In 1996, a court found the school's principal, guidance counselor, and the Orleans Parish school board negligent in the death of an 18-year old New Orleans schoolgirl, according to a report in the May 29, 1996, issue of Education Week. Catrina Lewis died when a call to 911 was delayed because of efforts by the school counselor to contact her mother, as directed by the principal. Lewis alerted a school security guard when her inhaler was ineffectual in controlling her asthma attack. The guard immediately contacted the school principal who said that the girl’s mother had to be called (in his testimony he said he did not mean for her to be called first, but to be contacted about the situation.) The school counselor tried unsuccessfully to reach Lewis’ mother, and after 34 minutes it was the girl’s younger sister who eventually called 911.
The judge found that the principal and counselor violated a state law stating that school officials have a duty to provide emergency medical care when a student requests it, and found the school board negligent in both failing to provide adequate training for its employees, and in failing to have a clear policy on medical emergencies. The judge ordered the insurance companies for the two school officials to pay $1.4 million in damages to Ms. Lewis' mother and two sisters, and the school board to pay $200,000.
In 2002, a California jury unanimously awarded $9 million in damages (later reduced to $2.225 million on appeal) to a mother after the death of her 11-year old son from an asthma attack at school. The school district was found guilty of negligence for failing to warn parents of an unwritten school policy that would have allowed the boy to carry an inhaler with him. Due to a written school policy stating that all medications must be stored in a specific place at the school, Phillip Gonzalez and his mother understood that he was not permitted to carry his inhaler. The school district contended that the regulation did not preclude a student from carrying necessary medication if certified necessary by a physician. However, in her testimony, Phillip’s mother pointed out that the physician’s authorization form supplied by the school does not have a space for a doctor to indicate that the student should carry and/or administer his or her own medication. The court ruled that the district was liable for negligence due to the fact that the policy requiring medications to be stored at school was written but the exception was not (Health and Health Care, 2002.) Twenty-one states currently have statewide policies or laws giving students the right to carry and use asthma inhalers at school.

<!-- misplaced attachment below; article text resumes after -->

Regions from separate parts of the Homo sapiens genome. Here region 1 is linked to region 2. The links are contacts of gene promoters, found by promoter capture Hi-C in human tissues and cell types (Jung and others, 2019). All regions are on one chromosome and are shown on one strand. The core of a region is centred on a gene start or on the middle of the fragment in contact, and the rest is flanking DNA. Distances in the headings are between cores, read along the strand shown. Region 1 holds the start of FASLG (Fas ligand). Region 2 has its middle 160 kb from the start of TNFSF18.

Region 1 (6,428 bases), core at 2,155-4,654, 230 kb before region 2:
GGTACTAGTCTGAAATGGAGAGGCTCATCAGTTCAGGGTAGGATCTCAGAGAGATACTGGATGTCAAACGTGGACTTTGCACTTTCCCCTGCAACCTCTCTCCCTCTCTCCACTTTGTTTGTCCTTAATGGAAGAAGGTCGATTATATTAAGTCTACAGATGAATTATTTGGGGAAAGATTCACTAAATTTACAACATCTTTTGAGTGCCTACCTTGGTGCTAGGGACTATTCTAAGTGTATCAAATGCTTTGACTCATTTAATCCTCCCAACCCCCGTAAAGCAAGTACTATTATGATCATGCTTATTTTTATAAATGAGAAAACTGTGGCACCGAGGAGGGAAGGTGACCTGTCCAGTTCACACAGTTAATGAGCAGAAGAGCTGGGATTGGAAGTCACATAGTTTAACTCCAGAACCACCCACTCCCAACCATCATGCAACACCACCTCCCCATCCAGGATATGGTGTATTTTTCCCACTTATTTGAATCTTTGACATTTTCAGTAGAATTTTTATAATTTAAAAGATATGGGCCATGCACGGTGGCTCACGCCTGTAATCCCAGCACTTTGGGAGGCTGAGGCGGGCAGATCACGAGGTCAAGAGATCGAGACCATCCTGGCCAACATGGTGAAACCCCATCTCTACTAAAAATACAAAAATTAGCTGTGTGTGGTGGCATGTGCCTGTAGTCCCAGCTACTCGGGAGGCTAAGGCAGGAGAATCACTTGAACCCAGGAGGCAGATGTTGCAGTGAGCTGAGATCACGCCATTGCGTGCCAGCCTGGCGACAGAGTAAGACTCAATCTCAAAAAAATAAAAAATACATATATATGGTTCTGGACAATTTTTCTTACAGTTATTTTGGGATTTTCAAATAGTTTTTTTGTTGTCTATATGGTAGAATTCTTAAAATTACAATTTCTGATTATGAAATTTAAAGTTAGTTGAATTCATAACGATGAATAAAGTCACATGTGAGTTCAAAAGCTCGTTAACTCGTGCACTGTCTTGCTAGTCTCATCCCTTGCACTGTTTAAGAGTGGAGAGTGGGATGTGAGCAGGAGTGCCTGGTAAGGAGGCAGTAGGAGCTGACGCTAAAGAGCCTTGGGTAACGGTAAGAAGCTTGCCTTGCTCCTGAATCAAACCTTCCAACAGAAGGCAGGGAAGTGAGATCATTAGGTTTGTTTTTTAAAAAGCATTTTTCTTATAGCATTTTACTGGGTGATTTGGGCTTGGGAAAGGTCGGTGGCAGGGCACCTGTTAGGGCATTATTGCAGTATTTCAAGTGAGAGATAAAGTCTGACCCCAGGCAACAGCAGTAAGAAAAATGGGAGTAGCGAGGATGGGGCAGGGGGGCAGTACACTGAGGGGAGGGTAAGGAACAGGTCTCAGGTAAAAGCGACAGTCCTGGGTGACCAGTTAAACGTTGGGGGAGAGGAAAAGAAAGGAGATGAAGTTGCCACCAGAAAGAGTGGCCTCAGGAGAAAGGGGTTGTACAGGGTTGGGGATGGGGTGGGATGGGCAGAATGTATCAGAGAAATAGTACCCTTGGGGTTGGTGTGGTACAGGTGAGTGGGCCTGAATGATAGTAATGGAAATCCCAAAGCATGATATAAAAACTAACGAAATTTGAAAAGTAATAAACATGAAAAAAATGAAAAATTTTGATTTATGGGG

Attorney Maurice Watson points out that in terms of air quality issues, schools are not covered by Occupational Safety Health Administration (OSHA) standards, and it is uncertain what the legal obligations might be in the future.
Mold in schools is emerging as a big problem for school districts. Many schools across the country have been closed for days, weeks and in some cases permanently, due to mold. And dozens of lawsuits have been filed already by teachers. The whole school district pays in such cases: students often have to be accommodated on other campuses, repairs are expensive and public (especially if the school is closed down), and someone may have to foot the illness compensation bill.
Reprinted with the permission of the American Association of School Administrators. © AASA